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Online Auction Fraud. Dr Jarrod Trevathan Discipline of IT, School of Business. Overview. The online auction format Types of online auction fraud and its effects on auction users What are online auctioneers doing about it Where the law sits on the topic

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Online Auction Fraud


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    1. Online Auction Fraud Dr Jarrod Trevathan Discipline of IT, School of Business

    2. Overview • The online auction format • Types of online auction fraud and its effects on auction users • What are online auctioneers doing about it • Where the law sits on the topic • Our research into fraud detection/prevention mechanisms • Future work and problems to overcome

    3. Online Auctions • Since the mid 90s, online auctions have continued to increase in popularity • Ability to reach a world wide audience • Can participate from home/work • Wide availability of items and collectables

    4. Online Auction Fraud • One of the fastest growing areas for Internet fraud complaints • Internet Crime Complaint Centre: • Second most reported offence • Accounts for 25.5% of a total of 275,284 complaints • Resulted in a financial loss of $265 million

    5. Online Auction Fraud Easy to commit: Participants are largely anonymous Lack of accountability Auctioneers don’t actively police auctions Law is largely undefined and impotent

    6. Types of Auctions

    7. The Online Auction Format • Auctions terminate at a given time • Bidders can submit bids at any time prior to the closing time

    8. The Online Auction Format • Proxy bidding systems: • A bidder lists the maximum price s/he is willing to pay • If outbid, the system will submit minimal bids up to the maximum to stay ahead • A bidder doesn’t have to monitor the auction

    9. Online Auction Participants • Auction fraud is geared towards providing a specific participant with an unfair advantage Auctioneer Seller Bidders Observers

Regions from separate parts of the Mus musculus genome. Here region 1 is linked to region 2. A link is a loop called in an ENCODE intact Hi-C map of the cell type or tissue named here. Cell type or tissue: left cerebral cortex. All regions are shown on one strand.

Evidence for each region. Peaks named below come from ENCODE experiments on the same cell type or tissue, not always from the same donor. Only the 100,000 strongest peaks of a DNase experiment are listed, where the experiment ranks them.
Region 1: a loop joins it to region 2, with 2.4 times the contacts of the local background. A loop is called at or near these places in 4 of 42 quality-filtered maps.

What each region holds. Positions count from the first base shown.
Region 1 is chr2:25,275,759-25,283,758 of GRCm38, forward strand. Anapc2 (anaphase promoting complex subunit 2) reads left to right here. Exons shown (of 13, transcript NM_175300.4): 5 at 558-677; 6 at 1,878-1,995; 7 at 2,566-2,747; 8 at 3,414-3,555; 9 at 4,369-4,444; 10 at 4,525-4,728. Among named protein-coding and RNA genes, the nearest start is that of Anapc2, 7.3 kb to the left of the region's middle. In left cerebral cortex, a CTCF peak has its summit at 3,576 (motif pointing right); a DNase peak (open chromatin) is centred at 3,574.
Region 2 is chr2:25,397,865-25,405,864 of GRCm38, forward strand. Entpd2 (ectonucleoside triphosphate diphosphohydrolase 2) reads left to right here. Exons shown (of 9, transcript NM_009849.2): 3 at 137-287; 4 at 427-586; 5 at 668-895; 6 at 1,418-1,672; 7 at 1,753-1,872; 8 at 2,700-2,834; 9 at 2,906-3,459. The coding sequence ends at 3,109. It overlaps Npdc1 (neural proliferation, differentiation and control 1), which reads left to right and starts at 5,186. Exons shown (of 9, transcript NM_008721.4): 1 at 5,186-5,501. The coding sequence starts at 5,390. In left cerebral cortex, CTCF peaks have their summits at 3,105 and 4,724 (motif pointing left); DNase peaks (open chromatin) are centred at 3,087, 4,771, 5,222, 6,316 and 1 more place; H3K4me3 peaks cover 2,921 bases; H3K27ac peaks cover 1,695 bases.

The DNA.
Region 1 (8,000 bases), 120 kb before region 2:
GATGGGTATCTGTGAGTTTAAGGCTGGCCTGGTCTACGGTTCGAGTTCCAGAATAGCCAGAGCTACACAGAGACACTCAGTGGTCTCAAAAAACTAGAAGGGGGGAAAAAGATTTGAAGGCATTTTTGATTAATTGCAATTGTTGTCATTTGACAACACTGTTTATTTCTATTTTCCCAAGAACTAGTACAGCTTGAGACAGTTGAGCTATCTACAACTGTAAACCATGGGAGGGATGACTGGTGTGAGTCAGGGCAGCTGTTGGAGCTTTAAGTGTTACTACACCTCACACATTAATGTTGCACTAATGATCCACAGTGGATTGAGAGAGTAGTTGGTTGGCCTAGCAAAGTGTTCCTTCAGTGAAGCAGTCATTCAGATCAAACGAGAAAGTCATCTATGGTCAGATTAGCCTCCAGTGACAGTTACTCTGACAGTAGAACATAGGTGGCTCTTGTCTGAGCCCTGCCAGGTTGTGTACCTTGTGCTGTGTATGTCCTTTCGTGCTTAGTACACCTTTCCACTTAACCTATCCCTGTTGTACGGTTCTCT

10. Bid Shielding • Collusion among bidders to keep the price low • Disadvantages the seller and the auctioneer

    11. Bid Shielding • Proxy bids affect the process • Pooling, bid rigging

    12. Shill Bidding • Using fake bids to inflate the price • Bidders are referred to as shills • If the shill wins, the item is resold • Shilling is strictly forbidden • It is a prosecutable offence • March 2001, U.S. Federal Grand Jury • Art auctions • 40 different aliases

    13. Shill Mindset • Goal: Inflate the price for the seller • Increase bid, increase revenue • Increase price, increase chance of failure • Shill has an infinite budget, and bids to lose • Bidder has a finite budget, and bids to win

    14. Shill Strategies We have identified the following strategies: • Bids exclusively in auctions only held by one particular seller • High bid frequency • Few or no winnings • Bids quickly after a rival bid • Only bids the minimal amount required • Does not bid near the end of an auction

    15. Aggressive Shill Bidding • Shill aggressively bids throughout the auction

    16. Benign Shill Bidding • Shill makes a one-off bid at or near the beginning of the auction

    17. Shill Detection • Confusion over shill behaviour • Commercial auctioneers do not make their detection methods public • State they have mechanisms but do not reveal what they are or how they work • ACCC viewpoint • We have been contacted by eBay’s layers in Nashville Tennessee